Earlier this summer officers spent three weeks working to reduce the number of people sleeping outside along the Eastbank Esplanade, on the streets near OMSI and under the Fremont Bridge’s east end. They were responding to complaints from neighbors and to camps that had grown too sprawling to control or ignore, officers said.
Homeless advocates called the effort abusive and unnecessary. Officers object to that characterization and say most people left voluntarily. Police made 896 “contacts” during the three-week operation but arrested only 12 people, six on outstanding warrants.
The problem: In the inner city, the number of places to hide is shrinking. Development in the Central Eastside Industrial District and inner Southeast, including the redevelopment of Washington High School and St. Francis Park, longtime refuges for homeless men and women, have resulted in more calls to authorities. So the crackdown on the inner eastside helps explain the apparent, anecdotal jump in the number of people sleeping in the inner westside.
“Historically, a complaint-driven system resulted in, for the most part, people being OK,” Bayer said. “The problem is a complaint-driven system when there’s really nowhere safe and secluded for people to go.”
Embracing tent cities
In the U.S., tent cities — semipermanent communities in temporary shelters — date to at least the Great Depression. Rising numbers of homeless men and women have prompted a few communities to consider them.
It’s usually a last-ditch approach, as in Phoenix, where community leaders allowed an overflowing shelter to expand into an adjacent parking lot for almost two years. Or it’s grudging: San Jose leaders, facing overwhelmed shelters and drops in federal affordable-housing money, allowed a 68-acre shantytown dubbed “the Jungle” to grow to almost 300 people, large enough that it appeared on Google Maps, before shutting it down in 2014.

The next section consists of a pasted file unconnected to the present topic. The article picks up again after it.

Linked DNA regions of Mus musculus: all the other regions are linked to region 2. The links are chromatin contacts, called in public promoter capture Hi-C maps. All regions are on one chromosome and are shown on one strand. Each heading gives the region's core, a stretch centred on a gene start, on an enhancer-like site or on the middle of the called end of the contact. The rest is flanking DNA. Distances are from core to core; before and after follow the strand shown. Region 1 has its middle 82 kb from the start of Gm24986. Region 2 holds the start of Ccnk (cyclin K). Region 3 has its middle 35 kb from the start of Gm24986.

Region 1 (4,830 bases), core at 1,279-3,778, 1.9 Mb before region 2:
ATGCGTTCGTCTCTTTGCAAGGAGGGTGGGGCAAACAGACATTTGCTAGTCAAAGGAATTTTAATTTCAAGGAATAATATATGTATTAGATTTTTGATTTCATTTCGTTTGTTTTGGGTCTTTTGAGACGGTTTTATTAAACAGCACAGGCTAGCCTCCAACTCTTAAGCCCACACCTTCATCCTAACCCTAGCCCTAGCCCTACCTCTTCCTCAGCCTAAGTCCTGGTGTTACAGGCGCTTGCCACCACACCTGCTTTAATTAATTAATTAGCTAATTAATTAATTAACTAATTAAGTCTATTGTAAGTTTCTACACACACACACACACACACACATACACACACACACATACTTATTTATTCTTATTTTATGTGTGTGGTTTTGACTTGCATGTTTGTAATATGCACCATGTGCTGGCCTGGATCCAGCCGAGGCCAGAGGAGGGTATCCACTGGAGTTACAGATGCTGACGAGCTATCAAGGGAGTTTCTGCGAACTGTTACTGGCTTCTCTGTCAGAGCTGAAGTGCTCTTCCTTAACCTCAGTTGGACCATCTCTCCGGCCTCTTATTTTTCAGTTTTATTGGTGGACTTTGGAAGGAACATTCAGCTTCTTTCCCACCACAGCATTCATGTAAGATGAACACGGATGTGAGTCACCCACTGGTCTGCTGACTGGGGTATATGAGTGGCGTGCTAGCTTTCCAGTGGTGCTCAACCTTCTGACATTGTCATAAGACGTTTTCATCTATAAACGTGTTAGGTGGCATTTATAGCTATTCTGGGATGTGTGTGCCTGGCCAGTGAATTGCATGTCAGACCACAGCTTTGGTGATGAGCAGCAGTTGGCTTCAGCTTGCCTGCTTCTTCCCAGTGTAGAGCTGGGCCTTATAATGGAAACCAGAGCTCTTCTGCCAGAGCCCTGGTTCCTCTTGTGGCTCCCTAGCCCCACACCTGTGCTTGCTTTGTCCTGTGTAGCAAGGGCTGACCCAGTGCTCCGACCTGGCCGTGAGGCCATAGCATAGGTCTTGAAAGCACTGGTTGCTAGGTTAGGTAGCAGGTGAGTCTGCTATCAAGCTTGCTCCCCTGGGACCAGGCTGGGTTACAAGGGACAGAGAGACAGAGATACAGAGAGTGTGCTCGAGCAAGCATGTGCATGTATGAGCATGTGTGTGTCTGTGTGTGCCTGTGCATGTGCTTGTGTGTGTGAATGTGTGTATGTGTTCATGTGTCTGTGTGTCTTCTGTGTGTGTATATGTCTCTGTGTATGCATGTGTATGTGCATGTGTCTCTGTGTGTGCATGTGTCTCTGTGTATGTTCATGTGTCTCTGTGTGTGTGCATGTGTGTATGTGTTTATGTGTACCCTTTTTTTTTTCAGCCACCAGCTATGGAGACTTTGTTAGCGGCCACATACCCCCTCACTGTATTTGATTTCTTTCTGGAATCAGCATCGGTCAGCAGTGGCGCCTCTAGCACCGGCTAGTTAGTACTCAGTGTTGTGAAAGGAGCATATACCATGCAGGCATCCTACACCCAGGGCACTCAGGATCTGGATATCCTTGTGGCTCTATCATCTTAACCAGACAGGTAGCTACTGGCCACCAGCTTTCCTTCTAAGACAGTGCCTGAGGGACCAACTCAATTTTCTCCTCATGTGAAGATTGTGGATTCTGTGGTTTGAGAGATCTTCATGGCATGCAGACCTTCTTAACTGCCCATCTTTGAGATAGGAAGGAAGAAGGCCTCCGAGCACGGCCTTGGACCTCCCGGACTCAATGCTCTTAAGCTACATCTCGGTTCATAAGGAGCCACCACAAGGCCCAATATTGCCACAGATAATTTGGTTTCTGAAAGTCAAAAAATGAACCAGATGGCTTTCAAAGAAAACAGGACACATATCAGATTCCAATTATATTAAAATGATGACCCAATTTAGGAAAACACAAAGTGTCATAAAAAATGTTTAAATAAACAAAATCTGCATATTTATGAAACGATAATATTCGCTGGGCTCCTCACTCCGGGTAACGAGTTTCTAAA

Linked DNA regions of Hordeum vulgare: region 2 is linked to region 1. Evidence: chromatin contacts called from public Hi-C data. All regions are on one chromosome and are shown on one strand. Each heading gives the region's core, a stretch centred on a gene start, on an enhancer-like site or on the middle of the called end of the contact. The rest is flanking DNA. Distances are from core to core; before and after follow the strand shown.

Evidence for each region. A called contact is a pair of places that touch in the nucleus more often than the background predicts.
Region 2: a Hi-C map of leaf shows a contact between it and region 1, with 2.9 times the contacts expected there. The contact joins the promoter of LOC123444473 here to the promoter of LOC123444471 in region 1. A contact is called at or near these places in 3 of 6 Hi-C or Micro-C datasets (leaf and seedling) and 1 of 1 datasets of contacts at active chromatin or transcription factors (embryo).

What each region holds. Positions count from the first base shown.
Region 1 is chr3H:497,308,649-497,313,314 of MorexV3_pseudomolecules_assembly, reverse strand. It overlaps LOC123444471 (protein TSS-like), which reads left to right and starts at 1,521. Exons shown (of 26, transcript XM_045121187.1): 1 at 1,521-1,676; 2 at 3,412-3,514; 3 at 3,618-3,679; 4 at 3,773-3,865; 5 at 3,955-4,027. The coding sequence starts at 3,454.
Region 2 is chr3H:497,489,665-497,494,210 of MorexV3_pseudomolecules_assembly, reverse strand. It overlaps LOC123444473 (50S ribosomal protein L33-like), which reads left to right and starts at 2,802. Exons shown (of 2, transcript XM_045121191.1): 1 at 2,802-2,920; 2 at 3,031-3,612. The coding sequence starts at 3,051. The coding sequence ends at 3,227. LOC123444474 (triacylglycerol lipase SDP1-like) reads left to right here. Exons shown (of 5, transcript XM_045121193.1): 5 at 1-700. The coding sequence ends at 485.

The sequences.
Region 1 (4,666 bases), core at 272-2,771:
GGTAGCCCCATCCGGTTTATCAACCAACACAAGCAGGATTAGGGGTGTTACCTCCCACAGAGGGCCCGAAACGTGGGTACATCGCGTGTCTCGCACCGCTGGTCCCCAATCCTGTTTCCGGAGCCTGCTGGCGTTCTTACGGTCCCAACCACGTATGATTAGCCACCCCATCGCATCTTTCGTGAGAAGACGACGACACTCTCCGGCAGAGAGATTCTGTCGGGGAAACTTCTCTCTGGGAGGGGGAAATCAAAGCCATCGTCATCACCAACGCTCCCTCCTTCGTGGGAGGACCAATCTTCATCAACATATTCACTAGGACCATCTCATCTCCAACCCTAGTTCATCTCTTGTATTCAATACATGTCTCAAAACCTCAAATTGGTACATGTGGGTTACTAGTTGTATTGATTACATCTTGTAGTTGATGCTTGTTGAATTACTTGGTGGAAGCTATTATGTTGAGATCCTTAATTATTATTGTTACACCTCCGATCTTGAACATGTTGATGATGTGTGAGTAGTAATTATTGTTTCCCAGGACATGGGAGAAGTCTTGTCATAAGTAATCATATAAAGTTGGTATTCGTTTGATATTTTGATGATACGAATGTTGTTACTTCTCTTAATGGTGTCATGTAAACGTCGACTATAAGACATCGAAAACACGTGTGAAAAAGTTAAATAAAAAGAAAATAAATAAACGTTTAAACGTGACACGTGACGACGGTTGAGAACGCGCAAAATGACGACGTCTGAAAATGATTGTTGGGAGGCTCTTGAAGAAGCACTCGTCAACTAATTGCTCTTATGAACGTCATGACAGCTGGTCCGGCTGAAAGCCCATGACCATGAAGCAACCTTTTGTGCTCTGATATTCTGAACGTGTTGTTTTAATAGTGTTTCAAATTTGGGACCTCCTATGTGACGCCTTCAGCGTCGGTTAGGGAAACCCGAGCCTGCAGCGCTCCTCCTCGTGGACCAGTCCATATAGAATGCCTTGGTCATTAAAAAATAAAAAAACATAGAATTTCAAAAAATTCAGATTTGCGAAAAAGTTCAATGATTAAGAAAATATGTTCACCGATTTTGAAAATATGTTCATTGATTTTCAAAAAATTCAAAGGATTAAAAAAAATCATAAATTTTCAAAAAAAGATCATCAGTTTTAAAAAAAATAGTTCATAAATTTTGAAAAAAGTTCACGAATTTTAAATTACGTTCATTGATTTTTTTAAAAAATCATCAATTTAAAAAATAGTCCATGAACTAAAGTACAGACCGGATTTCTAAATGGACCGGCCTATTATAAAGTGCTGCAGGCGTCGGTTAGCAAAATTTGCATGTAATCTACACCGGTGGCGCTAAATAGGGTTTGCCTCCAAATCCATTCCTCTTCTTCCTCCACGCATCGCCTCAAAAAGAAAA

In Seattle legal camping has been a small but accepted part of the approach to homelessness for more than a decade. Churches and other religious institutions were allowed to host homeless camps several years ago.
This past spring the Seattle City Council approved three new tent cities regulated by the city for as many as 100 residents each. The expansion was Mayor Ed Murray’s response to a surge in homelessness and the number of illegal camps in hard-to-miss places such as along highways and in public parks.
“The impact those illegal camps have on our community are huge in terms of public health, sometimes in terms of the general public but even more than that in terms of the safety of individuals living outside on their own without the protection of a community,” said Sola Plumacher, a Seattle Human Services Department worker who helps coordinate establishment of the new settlements. “We’re calling this an interim survival mechanism."
Seattle’s new camps will not be allowed in public parks, must be within a half-mile of a transit stop and must move at least once a year. Social service providers will run them and the city will pay as much as $200,000 annually for basic services such as trash collection and portable toilet rentals. That’s far less than the cost to build or rent and operate a traditional indoor shelter.
“Obviously we cannot stop there,” said Seattle City Council member Kshama Sawant, a Socialist whose election two years ago helped spur Seattle’s shift toward government-permitted tent cities.
“We have to be moving to a broader, more comprehensive solution, toward a time when people do not suffer from homelessness,” she said. “This is a way to make people’s day-to-day lives a little easier.”
A possible thawing
In Portland, advocates for the poor have pushed legalized camping for more than two decades. Those calls have grown louder in the past few years as homelessness jumped, a result of the recession and Portland’s hot rental market, which has driven up prices, driven down vacancy rates and driven out many poorer residents.